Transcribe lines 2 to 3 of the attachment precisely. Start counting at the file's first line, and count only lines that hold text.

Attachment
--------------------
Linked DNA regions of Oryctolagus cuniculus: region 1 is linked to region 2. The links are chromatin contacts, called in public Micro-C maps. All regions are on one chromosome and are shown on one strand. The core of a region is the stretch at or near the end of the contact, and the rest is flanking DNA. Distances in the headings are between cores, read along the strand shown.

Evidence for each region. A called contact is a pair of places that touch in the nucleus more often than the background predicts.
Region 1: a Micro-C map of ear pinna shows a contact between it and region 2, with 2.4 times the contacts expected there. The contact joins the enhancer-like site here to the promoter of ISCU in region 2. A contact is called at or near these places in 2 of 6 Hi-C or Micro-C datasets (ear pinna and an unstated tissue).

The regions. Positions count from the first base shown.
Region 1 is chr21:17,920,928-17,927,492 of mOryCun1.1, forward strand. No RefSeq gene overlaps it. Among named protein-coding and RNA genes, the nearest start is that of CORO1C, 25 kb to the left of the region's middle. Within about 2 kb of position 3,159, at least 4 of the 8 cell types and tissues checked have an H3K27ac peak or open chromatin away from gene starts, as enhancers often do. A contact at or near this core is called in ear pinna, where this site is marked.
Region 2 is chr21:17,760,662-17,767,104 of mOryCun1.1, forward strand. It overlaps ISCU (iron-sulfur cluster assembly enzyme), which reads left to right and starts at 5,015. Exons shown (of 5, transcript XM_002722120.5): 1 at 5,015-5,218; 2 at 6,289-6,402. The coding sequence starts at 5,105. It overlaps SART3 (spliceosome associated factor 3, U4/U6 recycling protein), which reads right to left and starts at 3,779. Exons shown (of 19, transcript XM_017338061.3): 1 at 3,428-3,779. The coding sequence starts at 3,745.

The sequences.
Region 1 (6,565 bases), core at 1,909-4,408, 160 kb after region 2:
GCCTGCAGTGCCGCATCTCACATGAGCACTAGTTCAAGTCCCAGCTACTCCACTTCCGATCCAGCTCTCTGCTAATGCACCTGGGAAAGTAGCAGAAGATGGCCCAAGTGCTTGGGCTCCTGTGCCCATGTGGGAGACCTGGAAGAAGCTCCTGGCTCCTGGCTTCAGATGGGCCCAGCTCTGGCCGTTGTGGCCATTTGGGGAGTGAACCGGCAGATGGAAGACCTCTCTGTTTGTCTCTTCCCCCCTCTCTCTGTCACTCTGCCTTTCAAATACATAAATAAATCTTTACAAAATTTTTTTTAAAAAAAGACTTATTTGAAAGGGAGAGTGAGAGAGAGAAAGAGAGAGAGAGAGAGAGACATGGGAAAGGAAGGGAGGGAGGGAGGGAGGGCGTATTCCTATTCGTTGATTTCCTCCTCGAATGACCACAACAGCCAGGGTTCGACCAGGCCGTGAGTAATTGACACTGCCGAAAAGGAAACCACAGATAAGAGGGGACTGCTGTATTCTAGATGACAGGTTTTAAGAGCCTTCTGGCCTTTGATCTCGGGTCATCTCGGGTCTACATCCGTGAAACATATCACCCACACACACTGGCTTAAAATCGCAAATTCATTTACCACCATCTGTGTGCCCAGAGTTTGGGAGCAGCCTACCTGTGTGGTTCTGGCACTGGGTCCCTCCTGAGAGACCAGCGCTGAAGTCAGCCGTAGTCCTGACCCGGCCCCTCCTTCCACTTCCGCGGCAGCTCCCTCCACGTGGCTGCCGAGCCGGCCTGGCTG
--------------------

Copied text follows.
Evidence for each region. A called contact is a pair of places that touch in the nucleus more often than the background predicts.
Region 1: a Micro-C map of ear pinna shows a contact between it and region 2, with 2.4 times the contacts expected there. The contact joins the enhancer-like site here to the promoter of ISCU in region 2. A contact is called at or near these places in 2 of 6 Hi-C or Micro-C datasets (ear pinna and an unstated tissue).